This article describes how reliability data validation (RDV) should be applied to properly determine if safety system devices are individually capable of satisfying the target safety integrity level (SIL) rating, and verify if the whole safety system implementation performs according to design.
Reliability data on safety devices is very important for calculating reliability indexes including safe failure fraction (SFF), average probability of failure on demand (PFDavg), average dangerous frequency of failure (PFHavg), spurious trip rate (STR), mean time to fail spuriously (MTTFs), mean time to fail dangerously (MTTFd), etc. (See “Acronyms alphabetized” sidebar.) The indexes are used to verify if a safety device or safety instrumented function/instrument protective function (SIF/IPF) is capable of satisfying a target SIL rating.
Common engineering errors
Sometimes, a SIF/IPF implementation doesn’t consider all the potential individual safety device failures, as well as combined failures among them, despite a certificate that indicates installation satisfies the target SIL rating. Or, using traditional black box calculation tools leads engineering to focus on manipulating software to obtain acceptable results without question, instead of analyzing data and results according to the safety requirements specification (SRS) and the way the SIF devices were implemented.
For example, a safety device has diagnostics to reveal detected failures, and this device is selected to be included in a SIF/IPF, but the device implementation doesn’t communicate to the safety/control system when a detected failure occurs, even though its fault detection capabilities (diagnostics) are working properly. In this case, the operators never know what’s happening, even though the device is capable of warning them. Diagnostics are very valuable for allowing a safety device to help reach a higher SIL classification, but the implementation didn’t consider the use of diagnostics, and therefore, the SIL requirement of the SIF/IPF implementation isn't satisfied.(References 6 and 7 give examples of RDV applications.)
IEC treatment of diagnostics
The terms in the sidebar, “Attributes for failure classification,” are formalized in the sidebar, “IEC 61508 elements,” and organized in the IEC 61508 failure mode diagram shown in Figure 1.
Figure 1: The total failure rate λ includes the fraction considered in reliability indexes (λT), which can be further divided into safe vs dangerous (λS vs λD); safe detected (λSD), safe undetected (λSU), dangerous detected (λDD) and dangerous undetected (λDU). The λDU fraction may be revealed by proof test (λDU-P) or by maintenance (λDU-M).
The IEC 61508 failure rate model states that if a SIF/IPF device includes fault detection capabilities, (diagnostics), then the “safe” and “dangerous” failure rates have a portion for failures that can be detected by diagnostics (SD and DD), and a portion that can't (SU and DU). Detected failures distribution has positive credit in the SIL verification, making it easier to satisfy the SIF/IPF implementation safety integrity targets, constraints and other requirements.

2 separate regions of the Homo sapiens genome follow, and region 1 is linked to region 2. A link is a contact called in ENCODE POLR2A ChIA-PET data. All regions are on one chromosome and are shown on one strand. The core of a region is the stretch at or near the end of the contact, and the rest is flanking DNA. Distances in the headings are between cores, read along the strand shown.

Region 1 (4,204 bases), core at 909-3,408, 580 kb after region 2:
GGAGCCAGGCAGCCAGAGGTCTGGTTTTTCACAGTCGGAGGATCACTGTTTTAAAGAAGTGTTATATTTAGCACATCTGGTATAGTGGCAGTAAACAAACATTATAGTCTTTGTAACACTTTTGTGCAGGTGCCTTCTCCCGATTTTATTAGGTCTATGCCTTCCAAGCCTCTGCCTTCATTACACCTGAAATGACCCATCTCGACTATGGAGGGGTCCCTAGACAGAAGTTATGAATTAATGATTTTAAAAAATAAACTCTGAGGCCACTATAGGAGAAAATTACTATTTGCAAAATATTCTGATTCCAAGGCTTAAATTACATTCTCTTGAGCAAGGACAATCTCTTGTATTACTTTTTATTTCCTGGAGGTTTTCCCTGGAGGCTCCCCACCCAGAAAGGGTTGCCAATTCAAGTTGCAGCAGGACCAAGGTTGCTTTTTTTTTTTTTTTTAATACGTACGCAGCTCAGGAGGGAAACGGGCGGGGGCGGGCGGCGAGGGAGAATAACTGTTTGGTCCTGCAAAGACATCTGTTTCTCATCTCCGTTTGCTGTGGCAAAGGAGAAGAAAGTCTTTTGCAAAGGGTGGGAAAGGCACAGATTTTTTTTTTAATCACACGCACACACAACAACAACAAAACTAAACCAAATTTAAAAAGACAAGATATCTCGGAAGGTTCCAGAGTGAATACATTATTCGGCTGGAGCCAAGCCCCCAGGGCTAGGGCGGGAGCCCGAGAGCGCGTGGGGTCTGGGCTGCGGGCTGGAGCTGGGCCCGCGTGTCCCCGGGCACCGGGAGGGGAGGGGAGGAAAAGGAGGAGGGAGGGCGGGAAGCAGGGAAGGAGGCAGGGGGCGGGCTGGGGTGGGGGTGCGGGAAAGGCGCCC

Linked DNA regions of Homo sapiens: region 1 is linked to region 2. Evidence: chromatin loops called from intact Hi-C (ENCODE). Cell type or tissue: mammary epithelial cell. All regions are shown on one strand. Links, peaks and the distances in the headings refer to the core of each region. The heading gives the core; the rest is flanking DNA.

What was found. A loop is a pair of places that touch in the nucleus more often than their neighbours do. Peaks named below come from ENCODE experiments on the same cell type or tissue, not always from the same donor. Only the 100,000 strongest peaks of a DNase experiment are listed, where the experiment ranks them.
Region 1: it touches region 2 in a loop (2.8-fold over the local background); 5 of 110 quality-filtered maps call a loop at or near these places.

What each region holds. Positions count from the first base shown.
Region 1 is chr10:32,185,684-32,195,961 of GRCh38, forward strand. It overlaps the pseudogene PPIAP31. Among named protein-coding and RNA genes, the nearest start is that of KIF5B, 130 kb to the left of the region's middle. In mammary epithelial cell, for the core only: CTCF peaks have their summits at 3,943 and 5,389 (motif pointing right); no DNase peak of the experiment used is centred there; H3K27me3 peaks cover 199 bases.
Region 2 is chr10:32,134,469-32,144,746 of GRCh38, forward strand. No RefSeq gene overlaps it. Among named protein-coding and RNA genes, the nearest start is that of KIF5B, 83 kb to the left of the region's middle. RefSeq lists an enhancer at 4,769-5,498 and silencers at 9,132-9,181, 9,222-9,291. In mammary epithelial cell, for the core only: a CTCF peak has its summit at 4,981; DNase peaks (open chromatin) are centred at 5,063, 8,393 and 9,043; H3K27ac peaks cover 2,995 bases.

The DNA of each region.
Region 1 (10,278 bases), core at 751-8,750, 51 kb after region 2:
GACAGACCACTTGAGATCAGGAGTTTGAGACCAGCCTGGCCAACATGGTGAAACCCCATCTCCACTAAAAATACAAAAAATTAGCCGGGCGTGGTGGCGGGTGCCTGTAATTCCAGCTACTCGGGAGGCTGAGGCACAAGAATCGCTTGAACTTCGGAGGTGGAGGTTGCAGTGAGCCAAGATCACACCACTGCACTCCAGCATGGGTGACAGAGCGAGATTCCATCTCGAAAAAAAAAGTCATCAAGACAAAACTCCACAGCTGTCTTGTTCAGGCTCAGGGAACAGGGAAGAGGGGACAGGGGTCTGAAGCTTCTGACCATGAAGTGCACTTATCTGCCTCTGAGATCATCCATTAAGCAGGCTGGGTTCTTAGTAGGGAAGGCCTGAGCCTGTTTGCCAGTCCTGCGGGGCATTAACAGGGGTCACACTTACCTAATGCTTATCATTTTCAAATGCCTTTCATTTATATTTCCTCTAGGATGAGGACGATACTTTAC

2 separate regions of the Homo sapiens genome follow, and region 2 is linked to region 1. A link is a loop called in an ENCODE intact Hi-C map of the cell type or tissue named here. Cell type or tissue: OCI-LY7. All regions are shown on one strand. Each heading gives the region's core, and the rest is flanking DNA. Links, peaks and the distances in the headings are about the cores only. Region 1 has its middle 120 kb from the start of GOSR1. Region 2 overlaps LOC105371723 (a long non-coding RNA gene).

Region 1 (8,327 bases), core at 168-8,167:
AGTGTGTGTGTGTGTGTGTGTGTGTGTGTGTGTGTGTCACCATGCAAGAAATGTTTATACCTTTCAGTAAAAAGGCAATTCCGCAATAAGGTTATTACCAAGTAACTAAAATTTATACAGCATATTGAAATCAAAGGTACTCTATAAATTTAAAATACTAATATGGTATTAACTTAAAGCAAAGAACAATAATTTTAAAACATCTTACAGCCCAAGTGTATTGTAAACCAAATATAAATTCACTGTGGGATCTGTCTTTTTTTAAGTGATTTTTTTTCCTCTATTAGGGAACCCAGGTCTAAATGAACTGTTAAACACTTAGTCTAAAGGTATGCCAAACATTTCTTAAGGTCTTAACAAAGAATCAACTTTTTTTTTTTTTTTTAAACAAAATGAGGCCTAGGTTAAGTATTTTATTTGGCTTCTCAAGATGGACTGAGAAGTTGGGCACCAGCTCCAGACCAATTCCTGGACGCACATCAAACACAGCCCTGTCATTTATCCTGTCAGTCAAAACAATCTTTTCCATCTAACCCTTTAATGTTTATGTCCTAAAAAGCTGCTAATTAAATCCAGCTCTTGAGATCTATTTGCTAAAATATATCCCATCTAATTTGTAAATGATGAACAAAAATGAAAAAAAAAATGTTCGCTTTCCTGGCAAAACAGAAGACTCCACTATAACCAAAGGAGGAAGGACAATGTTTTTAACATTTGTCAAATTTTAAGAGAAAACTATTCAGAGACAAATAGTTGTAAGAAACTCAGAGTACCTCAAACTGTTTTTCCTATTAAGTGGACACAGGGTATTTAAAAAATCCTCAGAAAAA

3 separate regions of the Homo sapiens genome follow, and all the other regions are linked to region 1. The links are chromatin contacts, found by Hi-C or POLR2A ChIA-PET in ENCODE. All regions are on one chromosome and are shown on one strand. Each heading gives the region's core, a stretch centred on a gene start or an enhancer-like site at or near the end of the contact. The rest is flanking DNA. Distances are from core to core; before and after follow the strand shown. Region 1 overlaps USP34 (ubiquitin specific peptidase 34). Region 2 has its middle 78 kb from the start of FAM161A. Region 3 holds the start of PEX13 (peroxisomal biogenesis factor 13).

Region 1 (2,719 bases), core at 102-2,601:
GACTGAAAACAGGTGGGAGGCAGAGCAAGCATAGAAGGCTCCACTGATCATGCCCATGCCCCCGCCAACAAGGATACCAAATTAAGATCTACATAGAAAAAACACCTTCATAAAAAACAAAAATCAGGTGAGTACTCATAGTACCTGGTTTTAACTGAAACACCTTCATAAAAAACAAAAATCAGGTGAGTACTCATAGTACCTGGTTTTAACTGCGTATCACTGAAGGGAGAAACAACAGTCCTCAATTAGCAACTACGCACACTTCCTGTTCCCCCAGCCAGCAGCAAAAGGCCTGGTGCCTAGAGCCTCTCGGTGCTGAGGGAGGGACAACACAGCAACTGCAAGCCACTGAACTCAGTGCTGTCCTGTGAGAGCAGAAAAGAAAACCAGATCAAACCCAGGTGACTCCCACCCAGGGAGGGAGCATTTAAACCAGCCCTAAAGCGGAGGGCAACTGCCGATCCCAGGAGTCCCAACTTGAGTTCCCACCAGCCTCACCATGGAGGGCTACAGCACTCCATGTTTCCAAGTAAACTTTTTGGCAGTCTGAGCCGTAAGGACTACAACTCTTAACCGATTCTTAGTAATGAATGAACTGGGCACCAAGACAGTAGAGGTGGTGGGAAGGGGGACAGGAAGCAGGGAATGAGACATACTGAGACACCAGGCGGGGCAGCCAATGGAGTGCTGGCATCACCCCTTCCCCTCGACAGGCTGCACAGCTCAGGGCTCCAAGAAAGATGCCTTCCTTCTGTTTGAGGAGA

However, even if a related SIF/IPF device includes diagnostics, if the diagnostics aren't used or are not considered in the SIF/IPF implementation/installation, then no credit for diagnostics shall be taken in the SIL verification process.
For example, Table 1 shows the failure rate data for a SIF/IPF device in failures in time (FIT). It indicates that the device includes fault detection capabilities (diagnostics), so the device is capable of revealing detected safe (SD) and dangerous (DD) failures. But, if the SIF/IPF implementation/Installation doesn’t use or take advantage of the device diagnostics, those diagnostics shall not have credit in the SIL verification process. In this case, data in Table 2 shall be used for SIL verification, instead of data in Table 1.
- Fail safe: Failure that causes a target system to move from the normal to the safe state. Typically identified as a spurious trip.
- Fail dangerous: Failure that prevents a target system from successfully performing on demand. In other words, when a hazard occurs, the target system can't perform its automatic protection function and it will remain in the normal state.
- Fail detected: Failure in a target system that can be detected by an automatic diagnostic test. This test implementation is capable of notifying both a safety/control system and operator. Any automatic diagnostic test execution frequency must be higher than a proof test execution frequency.
- Fail undetected: Failure that can't be detected in a target system by an automatic diagnostic test. Notification capability doesn't exist. Only an operator intervention, proof test or maintenance can reveal the failure.
- No effect: Failure that has no effect on a target system automatic protection function. In other words, failure that doesn't prevent a target system to perform its automatic protection function and doesn't initiate a spurious trip.
- Annunciation: Failure that has no effect on a target system automatic protection function, but the target system automatic diagnostic test and/or notification capabilities have stopped working. In other words, this failure has no impact on safety, but fault detection capabilities (diagnostics) or notification capabilities will not work.
Table 2 is the RDV result, which indicates that even though the device is capable of using diagnostics, the benefits from such diagnostics don't perform in the SIF/IPF implementation/installation.